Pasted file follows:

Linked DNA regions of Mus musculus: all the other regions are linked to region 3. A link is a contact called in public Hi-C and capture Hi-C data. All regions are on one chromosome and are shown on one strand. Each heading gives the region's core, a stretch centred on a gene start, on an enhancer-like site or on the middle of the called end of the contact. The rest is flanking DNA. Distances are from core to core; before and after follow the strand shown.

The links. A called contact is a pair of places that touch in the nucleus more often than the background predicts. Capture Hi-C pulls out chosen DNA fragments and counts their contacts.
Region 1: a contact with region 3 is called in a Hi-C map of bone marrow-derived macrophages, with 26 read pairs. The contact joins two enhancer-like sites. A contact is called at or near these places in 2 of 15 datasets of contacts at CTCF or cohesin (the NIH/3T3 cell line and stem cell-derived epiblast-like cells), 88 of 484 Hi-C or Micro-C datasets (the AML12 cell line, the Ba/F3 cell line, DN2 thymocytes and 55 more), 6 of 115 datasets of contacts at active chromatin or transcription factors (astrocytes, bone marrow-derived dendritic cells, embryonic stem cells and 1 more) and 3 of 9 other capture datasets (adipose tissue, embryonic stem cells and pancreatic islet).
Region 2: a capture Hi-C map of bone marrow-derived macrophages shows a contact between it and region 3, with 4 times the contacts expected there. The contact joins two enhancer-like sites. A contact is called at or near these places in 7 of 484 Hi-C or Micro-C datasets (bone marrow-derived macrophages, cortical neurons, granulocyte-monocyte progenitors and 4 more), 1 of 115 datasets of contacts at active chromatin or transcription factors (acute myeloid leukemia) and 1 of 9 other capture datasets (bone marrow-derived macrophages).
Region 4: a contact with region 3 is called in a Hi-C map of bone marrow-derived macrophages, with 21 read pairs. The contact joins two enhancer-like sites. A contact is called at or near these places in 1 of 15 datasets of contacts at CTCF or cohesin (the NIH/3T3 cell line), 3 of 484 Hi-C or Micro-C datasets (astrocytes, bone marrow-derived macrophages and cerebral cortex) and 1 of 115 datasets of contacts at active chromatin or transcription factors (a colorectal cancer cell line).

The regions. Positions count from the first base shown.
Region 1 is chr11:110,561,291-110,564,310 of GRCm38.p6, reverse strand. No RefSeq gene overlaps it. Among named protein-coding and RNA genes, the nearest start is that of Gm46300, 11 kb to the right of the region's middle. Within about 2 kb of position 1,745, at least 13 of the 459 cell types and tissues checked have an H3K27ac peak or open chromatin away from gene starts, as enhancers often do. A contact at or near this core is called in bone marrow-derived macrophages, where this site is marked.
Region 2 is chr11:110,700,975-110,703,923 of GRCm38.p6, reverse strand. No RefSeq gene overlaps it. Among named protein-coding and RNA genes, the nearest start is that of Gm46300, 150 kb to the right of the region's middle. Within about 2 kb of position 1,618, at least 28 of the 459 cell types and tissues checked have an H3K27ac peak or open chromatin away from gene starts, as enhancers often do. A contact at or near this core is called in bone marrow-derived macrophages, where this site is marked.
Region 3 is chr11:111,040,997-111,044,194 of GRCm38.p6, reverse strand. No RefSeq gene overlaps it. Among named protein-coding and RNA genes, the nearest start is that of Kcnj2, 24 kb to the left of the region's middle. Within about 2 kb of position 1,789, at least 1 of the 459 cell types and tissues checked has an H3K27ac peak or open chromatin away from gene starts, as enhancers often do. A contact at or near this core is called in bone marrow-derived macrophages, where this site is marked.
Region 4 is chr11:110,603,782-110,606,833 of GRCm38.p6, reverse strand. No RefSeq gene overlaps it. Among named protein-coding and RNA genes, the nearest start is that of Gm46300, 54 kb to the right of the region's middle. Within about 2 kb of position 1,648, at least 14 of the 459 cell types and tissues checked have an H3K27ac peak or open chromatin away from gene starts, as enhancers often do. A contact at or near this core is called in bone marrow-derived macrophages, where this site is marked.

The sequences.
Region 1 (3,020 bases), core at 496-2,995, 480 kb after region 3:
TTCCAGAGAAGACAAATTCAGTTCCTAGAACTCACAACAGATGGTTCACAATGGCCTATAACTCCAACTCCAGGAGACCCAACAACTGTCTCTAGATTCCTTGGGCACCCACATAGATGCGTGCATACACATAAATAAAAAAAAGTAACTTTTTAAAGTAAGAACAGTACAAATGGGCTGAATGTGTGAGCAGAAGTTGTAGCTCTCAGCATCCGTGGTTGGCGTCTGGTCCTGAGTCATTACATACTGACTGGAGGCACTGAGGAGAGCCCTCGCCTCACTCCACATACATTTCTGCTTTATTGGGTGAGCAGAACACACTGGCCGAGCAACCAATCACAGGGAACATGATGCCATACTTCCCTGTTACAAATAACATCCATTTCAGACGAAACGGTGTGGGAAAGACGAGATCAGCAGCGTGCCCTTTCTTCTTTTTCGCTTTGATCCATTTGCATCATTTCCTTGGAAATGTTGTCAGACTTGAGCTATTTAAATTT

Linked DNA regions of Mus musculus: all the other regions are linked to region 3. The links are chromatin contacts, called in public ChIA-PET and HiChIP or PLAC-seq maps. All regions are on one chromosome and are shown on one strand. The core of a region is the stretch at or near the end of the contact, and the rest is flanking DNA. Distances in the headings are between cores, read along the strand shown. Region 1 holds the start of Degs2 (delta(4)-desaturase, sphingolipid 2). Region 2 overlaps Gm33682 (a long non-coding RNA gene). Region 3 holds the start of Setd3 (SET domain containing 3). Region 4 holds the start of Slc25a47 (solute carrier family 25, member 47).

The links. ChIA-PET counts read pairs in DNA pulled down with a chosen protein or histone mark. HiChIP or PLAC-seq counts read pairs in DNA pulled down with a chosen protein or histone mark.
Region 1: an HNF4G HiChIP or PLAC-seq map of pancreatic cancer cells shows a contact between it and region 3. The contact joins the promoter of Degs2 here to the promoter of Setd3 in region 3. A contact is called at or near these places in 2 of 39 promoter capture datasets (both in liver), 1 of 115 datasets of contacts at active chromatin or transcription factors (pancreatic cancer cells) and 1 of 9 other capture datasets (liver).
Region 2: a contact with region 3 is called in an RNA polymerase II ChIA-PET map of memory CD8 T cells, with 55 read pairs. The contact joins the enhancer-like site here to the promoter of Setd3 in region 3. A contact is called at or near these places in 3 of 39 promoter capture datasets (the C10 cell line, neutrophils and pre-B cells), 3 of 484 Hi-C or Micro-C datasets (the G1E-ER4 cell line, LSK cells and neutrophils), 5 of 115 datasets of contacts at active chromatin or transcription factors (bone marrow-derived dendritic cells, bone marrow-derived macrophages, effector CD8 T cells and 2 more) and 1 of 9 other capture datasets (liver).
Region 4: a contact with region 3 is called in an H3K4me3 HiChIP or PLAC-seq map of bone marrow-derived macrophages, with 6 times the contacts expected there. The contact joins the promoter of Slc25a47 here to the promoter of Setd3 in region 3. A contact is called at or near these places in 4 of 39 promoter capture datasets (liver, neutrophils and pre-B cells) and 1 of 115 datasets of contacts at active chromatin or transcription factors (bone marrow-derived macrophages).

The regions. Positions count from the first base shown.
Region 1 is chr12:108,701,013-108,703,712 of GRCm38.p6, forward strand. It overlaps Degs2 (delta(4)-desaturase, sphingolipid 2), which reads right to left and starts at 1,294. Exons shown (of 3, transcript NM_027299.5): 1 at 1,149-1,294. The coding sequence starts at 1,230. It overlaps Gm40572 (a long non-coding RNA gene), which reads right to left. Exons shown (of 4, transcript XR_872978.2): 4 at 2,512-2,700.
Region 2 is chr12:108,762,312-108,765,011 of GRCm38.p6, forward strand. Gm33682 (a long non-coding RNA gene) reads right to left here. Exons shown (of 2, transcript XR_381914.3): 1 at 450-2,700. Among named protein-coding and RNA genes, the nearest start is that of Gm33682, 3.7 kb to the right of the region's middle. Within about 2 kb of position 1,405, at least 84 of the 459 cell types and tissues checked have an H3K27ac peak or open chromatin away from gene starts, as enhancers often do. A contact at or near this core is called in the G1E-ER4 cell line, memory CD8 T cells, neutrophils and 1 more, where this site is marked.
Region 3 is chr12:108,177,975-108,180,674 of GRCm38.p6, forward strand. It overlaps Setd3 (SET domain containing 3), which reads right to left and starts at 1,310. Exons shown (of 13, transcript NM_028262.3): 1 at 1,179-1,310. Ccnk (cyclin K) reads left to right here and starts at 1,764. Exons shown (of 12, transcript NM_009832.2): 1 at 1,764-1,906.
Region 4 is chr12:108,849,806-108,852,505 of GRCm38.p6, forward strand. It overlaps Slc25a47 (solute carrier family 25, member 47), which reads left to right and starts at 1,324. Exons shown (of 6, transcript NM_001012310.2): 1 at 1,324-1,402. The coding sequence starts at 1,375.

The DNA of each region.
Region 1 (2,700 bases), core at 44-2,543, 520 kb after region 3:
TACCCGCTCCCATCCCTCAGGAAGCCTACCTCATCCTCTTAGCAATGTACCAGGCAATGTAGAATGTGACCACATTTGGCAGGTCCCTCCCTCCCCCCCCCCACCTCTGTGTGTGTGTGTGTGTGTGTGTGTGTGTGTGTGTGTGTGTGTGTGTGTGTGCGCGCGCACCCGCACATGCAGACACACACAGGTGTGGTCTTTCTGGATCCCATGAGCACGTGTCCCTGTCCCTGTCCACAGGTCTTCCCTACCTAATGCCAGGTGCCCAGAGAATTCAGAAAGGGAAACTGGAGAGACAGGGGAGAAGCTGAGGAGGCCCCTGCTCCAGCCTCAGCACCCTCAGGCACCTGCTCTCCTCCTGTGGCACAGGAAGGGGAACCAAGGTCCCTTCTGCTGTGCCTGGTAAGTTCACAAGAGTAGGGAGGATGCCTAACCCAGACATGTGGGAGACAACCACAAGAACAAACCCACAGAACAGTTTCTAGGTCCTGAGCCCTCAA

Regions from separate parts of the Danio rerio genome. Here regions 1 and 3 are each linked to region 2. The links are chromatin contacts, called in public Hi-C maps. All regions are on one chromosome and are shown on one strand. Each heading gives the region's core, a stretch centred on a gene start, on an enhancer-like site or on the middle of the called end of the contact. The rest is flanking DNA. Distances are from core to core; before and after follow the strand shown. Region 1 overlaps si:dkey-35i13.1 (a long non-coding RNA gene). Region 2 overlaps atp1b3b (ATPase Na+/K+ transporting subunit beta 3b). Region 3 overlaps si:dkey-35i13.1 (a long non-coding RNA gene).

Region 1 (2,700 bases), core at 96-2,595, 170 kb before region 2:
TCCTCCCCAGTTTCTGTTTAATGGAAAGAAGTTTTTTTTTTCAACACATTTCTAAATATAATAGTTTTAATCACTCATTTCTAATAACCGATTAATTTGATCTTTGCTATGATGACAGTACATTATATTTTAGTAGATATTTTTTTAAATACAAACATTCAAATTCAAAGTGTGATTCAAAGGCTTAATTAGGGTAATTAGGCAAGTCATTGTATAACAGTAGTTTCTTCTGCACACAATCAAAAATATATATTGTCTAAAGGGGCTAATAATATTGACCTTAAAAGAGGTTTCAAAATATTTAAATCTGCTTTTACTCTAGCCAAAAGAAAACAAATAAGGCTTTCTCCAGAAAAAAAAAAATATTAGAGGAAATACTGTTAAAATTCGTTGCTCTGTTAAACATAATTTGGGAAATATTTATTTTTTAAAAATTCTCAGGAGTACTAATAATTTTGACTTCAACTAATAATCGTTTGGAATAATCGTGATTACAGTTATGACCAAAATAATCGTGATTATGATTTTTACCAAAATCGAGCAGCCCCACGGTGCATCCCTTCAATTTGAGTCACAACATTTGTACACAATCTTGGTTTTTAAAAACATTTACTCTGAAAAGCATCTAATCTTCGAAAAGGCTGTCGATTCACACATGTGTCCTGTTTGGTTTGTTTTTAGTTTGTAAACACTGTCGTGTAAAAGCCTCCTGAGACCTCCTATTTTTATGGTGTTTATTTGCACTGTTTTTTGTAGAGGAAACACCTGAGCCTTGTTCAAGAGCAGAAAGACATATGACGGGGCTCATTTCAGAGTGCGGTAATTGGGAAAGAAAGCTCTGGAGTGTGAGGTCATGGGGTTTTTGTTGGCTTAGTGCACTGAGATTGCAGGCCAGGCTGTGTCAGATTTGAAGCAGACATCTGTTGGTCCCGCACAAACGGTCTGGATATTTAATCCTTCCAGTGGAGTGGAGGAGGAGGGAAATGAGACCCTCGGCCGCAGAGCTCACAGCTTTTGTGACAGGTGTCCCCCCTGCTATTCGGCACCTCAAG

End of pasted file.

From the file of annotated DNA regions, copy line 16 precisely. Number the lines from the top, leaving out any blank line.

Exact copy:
Region 1: an HNF4G HiChIP or PLAC-seq map of pancreatic cancer cells shows a contact between it and region 3. The contact joins the promoter of Degs2 here to the promoter of Setd3 in region 3. A contact is called at or near these places in 2 of 39 promoter capture datasets (both in liver), 1 of 115 datasets of contacts at active chromatin or transcription factors (pancreatic cancer cells) and 1 of 9 other capture datasets (liver).